Constitutional Law – Due Process- Residence Substituted for Domicile as Basis for Divorce Jurisdiction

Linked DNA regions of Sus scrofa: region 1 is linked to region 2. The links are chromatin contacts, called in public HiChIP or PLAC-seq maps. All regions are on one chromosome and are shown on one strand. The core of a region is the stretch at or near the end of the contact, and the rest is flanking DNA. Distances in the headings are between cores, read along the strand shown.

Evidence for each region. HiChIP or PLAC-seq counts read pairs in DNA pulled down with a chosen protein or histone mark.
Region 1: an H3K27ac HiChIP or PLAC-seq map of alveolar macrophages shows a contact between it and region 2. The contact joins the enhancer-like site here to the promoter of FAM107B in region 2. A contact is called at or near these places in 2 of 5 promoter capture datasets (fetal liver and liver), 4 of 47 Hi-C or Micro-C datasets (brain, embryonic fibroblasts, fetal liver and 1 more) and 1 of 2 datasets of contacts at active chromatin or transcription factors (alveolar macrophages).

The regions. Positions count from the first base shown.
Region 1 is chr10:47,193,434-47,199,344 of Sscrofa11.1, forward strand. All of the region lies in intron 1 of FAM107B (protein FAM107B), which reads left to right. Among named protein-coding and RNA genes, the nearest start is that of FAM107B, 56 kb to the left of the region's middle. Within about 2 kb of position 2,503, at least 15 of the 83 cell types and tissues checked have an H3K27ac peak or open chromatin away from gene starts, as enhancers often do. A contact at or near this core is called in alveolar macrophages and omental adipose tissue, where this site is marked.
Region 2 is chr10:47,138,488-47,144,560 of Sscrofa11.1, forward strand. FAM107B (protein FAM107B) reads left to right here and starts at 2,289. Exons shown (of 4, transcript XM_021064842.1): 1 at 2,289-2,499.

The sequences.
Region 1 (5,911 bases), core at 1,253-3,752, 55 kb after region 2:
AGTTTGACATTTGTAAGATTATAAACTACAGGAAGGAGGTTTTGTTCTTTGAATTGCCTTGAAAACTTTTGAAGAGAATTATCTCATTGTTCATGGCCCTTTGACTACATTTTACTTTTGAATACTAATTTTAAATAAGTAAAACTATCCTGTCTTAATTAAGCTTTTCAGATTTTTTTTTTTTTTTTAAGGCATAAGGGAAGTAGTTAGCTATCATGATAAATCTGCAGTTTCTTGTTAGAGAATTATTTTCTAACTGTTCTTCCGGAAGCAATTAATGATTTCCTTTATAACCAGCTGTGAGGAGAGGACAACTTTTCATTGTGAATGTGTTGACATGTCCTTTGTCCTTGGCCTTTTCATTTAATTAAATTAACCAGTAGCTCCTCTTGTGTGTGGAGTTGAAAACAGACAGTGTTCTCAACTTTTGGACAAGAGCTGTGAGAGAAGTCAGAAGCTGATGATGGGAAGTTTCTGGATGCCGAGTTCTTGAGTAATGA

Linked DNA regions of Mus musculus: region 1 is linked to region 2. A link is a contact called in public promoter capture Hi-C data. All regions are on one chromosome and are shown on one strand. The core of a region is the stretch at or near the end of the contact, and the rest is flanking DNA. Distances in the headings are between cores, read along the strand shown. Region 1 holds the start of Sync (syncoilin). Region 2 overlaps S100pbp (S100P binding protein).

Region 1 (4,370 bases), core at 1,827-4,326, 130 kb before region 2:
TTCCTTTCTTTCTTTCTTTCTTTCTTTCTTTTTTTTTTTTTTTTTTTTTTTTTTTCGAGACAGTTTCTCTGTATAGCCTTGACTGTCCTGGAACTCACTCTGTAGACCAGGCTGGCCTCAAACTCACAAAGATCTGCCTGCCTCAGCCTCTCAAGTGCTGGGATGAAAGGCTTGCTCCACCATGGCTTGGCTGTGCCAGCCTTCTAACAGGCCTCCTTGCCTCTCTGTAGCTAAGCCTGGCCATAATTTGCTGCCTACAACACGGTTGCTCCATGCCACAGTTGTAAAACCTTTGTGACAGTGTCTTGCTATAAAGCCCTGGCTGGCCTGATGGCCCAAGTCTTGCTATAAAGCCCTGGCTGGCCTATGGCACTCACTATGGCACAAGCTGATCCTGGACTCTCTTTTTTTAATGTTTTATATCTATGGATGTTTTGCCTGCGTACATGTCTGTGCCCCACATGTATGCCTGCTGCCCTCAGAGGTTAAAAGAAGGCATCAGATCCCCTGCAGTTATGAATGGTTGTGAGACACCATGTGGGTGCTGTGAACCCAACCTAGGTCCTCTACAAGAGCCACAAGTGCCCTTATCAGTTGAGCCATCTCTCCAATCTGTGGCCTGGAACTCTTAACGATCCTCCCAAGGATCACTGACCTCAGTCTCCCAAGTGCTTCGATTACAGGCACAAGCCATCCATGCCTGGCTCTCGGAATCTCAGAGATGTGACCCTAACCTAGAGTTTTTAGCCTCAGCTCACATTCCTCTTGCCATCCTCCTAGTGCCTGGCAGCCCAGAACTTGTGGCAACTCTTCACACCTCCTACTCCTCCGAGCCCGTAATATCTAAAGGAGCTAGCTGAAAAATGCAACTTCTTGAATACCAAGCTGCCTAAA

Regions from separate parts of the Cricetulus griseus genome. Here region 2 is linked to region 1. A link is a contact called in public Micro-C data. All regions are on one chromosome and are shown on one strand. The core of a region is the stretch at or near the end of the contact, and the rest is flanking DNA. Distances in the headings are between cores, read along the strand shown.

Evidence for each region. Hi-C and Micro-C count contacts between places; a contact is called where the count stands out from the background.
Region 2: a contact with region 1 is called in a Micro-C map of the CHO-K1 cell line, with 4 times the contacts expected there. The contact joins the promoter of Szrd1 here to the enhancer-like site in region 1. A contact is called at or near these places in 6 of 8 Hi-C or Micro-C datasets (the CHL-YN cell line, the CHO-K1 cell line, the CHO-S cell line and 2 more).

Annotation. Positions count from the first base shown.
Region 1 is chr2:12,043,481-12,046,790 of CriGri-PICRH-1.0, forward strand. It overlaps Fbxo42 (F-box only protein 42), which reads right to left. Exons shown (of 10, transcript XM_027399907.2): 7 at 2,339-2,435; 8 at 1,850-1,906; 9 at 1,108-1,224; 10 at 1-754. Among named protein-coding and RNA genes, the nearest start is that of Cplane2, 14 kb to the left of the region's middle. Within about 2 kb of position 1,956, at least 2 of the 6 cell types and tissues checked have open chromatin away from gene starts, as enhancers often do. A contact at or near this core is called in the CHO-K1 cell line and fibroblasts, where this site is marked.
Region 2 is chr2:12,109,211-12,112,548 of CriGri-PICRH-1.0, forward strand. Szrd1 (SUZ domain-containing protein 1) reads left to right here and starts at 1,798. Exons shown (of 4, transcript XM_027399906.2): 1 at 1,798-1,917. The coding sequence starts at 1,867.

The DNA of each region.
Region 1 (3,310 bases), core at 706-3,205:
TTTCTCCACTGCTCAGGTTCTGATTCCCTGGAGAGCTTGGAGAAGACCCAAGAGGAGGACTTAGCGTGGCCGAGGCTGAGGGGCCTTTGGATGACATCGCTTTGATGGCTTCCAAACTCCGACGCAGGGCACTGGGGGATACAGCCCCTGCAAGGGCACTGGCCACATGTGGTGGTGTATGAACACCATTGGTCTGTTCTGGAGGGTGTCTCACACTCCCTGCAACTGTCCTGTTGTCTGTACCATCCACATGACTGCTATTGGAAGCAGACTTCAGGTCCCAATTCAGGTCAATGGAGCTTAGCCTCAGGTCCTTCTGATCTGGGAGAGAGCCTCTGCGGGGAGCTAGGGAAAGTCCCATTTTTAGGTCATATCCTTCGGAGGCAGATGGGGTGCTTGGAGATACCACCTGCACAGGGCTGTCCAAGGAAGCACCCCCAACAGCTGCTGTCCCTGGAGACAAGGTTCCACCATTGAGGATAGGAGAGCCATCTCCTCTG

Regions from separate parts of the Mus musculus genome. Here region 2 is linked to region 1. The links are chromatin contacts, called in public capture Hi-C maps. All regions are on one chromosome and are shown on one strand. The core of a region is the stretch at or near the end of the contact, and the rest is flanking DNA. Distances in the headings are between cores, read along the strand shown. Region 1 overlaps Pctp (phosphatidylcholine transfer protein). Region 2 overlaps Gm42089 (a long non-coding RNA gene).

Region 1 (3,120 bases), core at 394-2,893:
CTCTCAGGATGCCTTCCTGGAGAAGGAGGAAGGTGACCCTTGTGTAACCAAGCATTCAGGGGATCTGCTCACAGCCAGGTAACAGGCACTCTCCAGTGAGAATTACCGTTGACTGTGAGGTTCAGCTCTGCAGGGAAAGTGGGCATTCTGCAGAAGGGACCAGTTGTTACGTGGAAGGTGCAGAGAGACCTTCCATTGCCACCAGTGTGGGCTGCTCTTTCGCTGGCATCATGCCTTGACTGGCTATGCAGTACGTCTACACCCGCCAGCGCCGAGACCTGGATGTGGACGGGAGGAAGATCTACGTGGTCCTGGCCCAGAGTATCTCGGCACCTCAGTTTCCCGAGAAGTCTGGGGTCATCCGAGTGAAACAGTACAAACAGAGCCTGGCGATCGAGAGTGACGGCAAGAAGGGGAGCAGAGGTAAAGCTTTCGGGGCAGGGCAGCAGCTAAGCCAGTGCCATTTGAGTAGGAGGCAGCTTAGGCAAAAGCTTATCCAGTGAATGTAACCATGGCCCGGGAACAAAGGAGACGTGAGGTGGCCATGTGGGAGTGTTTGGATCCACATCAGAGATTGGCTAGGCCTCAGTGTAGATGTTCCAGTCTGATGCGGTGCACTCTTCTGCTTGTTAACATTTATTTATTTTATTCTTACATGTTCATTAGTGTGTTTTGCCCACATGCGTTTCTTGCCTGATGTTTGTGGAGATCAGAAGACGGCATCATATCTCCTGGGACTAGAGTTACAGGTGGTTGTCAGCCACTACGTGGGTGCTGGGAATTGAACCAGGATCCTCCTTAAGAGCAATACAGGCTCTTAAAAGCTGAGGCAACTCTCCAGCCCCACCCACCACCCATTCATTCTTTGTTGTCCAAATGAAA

Plaintiff husband brought a divorce action under an Arkansas statute, which granted state courts divorce jurisdiction on the basis of residence of one of the parties within Arkansas for three months, to terminate a marriage performed in another jurisdiction. Defendant wife, domiciled in California, filed a cross complaint for separate maintenance and attacked the court’s jurisdiction to grant the divorce. The lower court held the act unconstitutional in eliminating domicile of one of the parties as a jurisdictional requirement in a divorce action, and, finding that the plaintiff was not domiciled in Arkansas, dismissed the suit. On appeal, held, reversed, two judges dissenting. The due process clause of the Federal Constitution does not require domicile as a requisite to divorce jurisdiction. Wheat v. Wheat, (Ark. 1958) 318 S.W. (2d) 793.